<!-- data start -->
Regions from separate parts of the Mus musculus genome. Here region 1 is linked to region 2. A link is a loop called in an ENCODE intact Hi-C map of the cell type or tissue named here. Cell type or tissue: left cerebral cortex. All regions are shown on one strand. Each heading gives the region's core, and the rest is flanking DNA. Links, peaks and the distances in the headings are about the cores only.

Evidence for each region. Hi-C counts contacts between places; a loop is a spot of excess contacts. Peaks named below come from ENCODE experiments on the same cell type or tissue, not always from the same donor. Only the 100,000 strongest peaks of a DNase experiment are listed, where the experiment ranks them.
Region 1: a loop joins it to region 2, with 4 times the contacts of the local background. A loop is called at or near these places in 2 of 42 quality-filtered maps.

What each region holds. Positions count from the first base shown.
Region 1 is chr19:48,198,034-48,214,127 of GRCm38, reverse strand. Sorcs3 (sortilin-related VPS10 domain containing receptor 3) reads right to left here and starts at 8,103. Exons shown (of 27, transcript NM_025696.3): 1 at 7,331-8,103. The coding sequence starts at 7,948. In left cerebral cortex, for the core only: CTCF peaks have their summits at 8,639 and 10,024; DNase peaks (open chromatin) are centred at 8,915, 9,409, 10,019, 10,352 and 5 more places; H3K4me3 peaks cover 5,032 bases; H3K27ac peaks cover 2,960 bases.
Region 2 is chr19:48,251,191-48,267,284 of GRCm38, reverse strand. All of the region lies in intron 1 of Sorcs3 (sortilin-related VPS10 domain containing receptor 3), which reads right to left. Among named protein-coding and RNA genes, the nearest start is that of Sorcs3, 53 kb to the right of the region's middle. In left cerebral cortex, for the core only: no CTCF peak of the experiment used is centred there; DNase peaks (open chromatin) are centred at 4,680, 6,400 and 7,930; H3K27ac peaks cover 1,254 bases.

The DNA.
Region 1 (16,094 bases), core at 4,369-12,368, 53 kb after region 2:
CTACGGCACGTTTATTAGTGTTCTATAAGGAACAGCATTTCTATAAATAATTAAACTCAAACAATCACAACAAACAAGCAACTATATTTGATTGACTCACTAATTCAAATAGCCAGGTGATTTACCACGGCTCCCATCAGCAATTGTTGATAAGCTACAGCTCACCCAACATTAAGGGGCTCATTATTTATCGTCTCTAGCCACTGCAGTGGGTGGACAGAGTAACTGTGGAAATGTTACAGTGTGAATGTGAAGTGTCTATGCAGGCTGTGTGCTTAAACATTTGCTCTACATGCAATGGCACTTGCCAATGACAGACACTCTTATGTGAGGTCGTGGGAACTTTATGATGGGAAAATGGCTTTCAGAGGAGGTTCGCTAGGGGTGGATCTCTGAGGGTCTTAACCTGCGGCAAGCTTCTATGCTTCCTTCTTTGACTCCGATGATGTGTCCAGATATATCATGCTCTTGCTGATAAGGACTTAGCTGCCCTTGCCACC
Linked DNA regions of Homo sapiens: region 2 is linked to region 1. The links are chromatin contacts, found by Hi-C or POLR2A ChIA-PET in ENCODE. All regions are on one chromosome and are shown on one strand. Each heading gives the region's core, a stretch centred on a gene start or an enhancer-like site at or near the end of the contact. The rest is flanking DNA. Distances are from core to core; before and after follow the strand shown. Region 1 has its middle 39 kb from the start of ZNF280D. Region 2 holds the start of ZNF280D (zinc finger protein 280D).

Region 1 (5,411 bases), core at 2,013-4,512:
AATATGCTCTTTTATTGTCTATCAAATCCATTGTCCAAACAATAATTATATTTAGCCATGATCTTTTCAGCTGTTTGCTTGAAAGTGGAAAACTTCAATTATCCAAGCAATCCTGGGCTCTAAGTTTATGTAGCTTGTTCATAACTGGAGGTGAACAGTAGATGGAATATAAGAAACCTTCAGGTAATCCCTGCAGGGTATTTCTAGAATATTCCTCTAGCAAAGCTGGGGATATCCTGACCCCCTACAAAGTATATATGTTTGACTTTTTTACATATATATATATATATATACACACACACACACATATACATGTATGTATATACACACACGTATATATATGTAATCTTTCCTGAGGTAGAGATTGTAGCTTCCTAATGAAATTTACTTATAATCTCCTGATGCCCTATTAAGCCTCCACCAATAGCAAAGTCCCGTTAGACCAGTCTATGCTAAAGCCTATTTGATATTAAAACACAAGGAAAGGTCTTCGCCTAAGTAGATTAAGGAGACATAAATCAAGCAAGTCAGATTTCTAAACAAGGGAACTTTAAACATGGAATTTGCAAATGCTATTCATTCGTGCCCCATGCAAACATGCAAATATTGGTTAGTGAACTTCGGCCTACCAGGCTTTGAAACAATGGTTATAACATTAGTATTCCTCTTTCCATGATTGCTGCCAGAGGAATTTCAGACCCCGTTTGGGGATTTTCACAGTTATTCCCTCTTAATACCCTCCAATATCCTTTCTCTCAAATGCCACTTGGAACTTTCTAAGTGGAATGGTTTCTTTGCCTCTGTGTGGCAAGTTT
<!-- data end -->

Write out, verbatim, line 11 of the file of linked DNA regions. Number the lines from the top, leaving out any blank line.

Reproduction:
Region 1 (5,411 bases), core at 2,013-4,512: